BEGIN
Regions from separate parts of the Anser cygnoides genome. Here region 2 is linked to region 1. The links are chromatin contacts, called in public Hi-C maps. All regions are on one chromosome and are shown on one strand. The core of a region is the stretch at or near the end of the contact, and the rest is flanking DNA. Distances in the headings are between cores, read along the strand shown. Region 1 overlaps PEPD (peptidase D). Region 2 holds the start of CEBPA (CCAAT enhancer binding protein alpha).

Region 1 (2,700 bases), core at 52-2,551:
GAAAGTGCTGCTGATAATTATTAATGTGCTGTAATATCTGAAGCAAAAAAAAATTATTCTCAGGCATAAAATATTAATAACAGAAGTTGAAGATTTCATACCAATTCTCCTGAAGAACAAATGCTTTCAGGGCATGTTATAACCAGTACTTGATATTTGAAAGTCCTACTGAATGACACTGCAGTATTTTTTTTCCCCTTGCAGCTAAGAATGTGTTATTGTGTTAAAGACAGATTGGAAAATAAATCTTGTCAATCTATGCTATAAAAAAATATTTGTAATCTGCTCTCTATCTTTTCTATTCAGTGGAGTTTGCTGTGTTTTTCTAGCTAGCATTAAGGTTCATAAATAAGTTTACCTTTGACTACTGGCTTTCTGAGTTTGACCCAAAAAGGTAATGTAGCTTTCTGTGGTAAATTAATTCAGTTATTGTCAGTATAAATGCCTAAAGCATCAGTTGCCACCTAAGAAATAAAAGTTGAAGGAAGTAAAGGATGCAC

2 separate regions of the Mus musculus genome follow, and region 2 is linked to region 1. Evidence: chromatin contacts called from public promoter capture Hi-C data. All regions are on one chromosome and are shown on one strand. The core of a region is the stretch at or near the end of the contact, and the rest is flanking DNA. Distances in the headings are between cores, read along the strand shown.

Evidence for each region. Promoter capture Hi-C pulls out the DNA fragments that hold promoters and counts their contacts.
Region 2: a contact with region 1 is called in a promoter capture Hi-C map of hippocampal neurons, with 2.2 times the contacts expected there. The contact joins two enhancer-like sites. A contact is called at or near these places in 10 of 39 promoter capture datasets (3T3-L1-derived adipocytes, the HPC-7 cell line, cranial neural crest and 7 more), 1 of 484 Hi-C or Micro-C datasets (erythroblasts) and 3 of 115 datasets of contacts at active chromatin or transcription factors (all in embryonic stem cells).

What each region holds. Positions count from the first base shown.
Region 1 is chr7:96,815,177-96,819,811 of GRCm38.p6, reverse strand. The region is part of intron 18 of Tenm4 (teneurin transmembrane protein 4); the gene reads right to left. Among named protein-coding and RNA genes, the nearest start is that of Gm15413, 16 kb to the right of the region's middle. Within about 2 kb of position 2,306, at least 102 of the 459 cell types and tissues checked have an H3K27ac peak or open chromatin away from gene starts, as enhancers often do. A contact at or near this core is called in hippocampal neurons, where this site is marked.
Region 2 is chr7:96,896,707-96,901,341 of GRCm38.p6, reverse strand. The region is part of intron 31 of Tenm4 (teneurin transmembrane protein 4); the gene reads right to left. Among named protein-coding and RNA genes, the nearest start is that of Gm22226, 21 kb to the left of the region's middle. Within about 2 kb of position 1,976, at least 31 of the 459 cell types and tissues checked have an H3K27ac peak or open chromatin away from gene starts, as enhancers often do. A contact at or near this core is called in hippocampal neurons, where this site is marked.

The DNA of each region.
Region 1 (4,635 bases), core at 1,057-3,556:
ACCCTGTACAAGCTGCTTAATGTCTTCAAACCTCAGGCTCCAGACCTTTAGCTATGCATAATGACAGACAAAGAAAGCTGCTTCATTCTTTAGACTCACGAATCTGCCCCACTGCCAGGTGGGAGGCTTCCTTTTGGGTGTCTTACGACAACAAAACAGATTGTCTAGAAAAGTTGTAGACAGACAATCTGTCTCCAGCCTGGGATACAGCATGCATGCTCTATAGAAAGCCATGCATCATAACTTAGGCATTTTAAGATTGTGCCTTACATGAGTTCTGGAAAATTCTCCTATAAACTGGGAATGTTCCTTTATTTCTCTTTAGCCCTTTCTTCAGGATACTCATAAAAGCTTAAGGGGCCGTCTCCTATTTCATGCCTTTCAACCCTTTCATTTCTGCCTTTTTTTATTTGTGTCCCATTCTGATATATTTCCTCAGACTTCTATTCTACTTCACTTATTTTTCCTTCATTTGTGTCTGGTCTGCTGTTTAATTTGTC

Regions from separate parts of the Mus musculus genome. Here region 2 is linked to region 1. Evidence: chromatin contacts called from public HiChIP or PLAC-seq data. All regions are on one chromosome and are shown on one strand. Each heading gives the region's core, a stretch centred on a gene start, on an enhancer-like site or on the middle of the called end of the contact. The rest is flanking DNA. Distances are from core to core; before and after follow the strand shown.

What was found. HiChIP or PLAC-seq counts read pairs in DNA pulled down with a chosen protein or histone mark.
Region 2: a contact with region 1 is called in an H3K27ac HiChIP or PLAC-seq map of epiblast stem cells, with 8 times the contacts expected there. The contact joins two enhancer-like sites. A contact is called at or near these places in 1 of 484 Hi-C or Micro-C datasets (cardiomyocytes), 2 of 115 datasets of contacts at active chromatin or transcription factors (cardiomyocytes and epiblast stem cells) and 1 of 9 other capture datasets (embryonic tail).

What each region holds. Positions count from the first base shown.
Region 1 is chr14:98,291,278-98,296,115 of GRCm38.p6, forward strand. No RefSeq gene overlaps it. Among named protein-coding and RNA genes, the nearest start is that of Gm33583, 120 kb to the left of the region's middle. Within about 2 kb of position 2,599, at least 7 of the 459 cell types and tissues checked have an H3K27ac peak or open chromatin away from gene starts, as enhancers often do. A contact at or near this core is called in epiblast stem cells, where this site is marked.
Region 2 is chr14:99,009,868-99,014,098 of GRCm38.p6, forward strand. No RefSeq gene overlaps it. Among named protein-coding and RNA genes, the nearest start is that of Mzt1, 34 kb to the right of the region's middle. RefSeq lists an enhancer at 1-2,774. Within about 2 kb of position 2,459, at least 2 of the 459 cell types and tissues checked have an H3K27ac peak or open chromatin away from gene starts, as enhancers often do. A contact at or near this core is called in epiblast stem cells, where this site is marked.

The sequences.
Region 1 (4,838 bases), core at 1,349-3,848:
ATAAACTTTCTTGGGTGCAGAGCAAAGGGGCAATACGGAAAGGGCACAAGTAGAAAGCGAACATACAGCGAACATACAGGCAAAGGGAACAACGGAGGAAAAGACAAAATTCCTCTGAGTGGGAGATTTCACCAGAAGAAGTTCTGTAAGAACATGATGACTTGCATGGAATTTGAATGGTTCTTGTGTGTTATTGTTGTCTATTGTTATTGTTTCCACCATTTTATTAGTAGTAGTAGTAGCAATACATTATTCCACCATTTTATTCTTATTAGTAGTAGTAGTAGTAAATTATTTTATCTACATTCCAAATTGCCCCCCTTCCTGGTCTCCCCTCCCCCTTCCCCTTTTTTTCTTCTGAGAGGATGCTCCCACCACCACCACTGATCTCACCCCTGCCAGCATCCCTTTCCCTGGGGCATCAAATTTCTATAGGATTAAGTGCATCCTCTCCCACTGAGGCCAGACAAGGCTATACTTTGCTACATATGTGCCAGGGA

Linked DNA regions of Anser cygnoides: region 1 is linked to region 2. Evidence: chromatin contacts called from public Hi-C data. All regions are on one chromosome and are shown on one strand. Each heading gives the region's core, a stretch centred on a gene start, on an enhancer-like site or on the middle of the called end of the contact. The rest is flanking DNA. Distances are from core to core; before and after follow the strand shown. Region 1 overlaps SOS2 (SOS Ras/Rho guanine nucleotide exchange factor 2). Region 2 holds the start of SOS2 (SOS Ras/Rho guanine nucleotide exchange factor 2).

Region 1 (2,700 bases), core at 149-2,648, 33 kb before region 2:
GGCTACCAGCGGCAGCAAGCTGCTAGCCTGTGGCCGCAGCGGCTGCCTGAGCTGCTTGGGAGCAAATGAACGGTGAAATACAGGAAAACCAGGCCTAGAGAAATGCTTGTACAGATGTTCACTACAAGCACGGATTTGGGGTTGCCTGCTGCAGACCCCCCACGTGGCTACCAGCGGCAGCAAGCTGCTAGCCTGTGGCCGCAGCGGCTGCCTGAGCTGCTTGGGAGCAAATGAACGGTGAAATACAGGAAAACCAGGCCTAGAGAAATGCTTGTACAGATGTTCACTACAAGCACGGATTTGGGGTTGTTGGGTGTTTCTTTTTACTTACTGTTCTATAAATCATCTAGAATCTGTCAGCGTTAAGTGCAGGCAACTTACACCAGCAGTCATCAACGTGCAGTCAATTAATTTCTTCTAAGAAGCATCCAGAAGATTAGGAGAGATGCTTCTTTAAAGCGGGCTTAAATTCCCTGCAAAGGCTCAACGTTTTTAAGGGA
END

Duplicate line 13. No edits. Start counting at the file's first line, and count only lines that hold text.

Regions from separate parts of the Mus musculus genome. Here region 2 is linked to region 1. Evidence: chromatin contacts called from public HiChIP or PLAC-seq data. All regions are on one chromosome and are shown on one strand. Each heading gives the region's core, a stretch centred on a gene start, on an enhancer-like site or on the middle of the called end of the contact. The rest is flanking DNA. Distances are from core to core; before and after follow the strand shown.